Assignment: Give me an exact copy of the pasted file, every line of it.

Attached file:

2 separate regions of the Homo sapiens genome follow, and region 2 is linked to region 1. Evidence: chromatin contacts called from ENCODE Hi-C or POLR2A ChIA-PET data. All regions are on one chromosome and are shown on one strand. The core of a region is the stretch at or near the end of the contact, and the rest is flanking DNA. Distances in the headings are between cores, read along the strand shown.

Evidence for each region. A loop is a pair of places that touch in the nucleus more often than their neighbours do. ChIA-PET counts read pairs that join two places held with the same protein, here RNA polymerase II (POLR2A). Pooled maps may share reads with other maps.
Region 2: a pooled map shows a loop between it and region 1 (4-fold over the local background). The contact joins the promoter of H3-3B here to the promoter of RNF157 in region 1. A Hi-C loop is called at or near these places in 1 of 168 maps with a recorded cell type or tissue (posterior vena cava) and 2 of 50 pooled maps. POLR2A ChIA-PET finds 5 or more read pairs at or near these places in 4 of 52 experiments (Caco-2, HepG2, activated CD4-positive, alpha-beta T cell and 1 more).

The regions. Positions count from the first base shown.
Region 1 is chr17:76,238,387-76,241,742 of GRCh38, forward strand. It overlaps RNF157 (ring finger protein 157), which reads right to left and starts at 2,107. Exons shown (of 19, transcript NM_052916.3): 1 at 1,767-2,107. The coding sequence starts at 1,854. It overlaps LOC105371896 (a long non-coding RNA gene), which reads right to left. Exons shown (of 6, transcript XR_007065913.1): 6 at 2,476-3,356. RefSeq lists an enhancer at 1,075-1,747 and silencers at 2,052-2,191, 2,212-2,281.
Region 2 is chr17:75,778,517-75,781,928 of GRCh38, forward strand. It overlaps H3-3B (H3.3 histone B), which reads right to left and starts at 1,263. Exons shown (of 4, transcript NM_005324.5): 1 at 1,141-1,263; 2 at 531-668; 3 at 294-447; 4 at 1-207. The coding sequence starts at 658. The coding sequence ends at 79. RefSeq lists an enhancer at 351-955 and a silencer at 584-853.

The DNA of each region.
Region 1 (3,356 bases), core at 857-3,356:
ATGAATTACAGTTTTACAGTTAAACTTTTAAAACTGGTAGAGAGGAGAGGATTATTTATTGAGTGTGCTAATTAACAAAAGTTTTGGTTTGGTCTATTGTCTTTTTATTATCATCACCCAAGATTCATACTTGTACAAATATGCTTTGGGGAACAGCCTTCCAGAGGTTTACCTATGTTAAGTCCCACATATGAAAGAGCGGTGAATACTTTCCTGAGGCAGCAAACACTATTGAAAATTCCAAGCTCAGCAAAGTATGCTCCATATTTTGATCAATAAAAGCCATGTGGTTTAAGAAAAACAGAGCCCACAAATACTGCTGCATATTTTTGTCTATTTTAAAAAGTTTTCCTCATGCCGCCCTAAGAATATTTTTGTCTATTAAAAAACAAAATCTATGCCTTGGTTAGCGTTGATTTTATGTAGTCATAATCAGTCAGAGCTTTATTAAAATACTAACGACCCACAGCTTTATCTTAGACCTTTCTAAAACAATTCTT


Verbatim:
2 separate regions of the Homo sapiens genome follow, and region 2 is linked to region 1. Evidence: chromatin contacts called from ENCODE Hi-C or POLR2A ChIA-PET data. All regions are on one chromosome and are shown on one strand. The core of a region is the stretch at or near the end of the contact, and the rest is flanking DNA. Distances in the headings are between cores, read along the strand shown.

Evidence for each region. A loop is a pair of places that touch in the nucleus more often than their neighbours do. ChIA-PET counts read pairs that join two places held with the same protein, here RNA polymerase II (POLR2A). Pooled maps may share reads with other maps.
Region 2: a pooled map shows a loop between it and region 1 (4-fold over the local background). The contact joins the promoter of H3-3B here to the promoter of RNF157 in region 1. A Hi-C loop is called at or near these places in 1 of 168 maps with a recorded cell type or tissue (posterior vena cava) and 2 of 50 pooled maps. POLR2A ChIA-PET finds 5 or more read pairs at or near these places in 4 of 52 experiments (Caco-2, HepG2, activated CD4-positive, alpha-beta T cell and 1 more).

The regions. Positions count from the first base shown.
Region 1 is chr17:76,238,387-76,241,742 of GRCh38, forward strand. It overlaps RNF157 (ring finger protein 157), which reads right to left and starts at 2,107. Exons shown (of 19, transcript NM_052916.3): 1 at 1,767-2,107. The coding sequence starts at 1,854. It overlaps LOC105371896 (a long non-coding RNA gene), which reads right to left. Exons shown (of 6, transcript XR_007065913.1): 6 at 2,476-3,356. RefSeq lists an enhancer at 1,075-1,747 and silencers at 2,052-2,191, 2,212-2,281.
Region 2 is chr17:75,778,517-75,781,928 of GRCh38, forward strand. It overlaps H3-3B (H3.3 histone B), which reads right to left and starts at 1,263. Exons shown (of 4, transcript NM_005324.5): 1 at 1,141-1,263; 2 at 531-668; 3 at 294-447; 4 at 1-207. The coding sequence starts at 658. The coding sequence ends at 79. RefSeq lists an enhancer at 351-955 and a silencer at 584-853.

The DNA of each region.
Region 1 (3,356 bases), core at 857-3,356:
ATGAATTACAGTTTTACAGTTAAACTTTTAAAACTGGTAGAGAGGAGAGGATTATTTATTGAGTGTGCTAATTAACAAAAGTTTTGGTTTGGTCTATTGTCTTTTTATTATCATCACCCAAGATTCATACTTGTACAAATATGCTTTGGGGAACAGCCTTCCAGAGGTTTACCTATGTTAAGTCCCACATATGAAAGAGCGGTGAATACTTTCCTGAGGCAGCAAACACTATTGAAAATTCCAAGCTCAGCAAAGTATGCTCCATATTTTGATCAATAAAAGCCATGTGGTTTAAGAAAAACAGAGCCCACAAATACTGCTGCATATTTTTGTCTATTTTAAAAAGTTTTCCTCATGCCGCCCTAAGAATATTTTTGTCTATTAAAAAACAAAATCTATGCCTTGGTTAGCGTTGATTTTATGTAGTCATAATCAGTCAGAGCTTTATTAAAATACTAACGACCCACAGCTTTATCTTAGACCTTTCTAAAACAATTCTT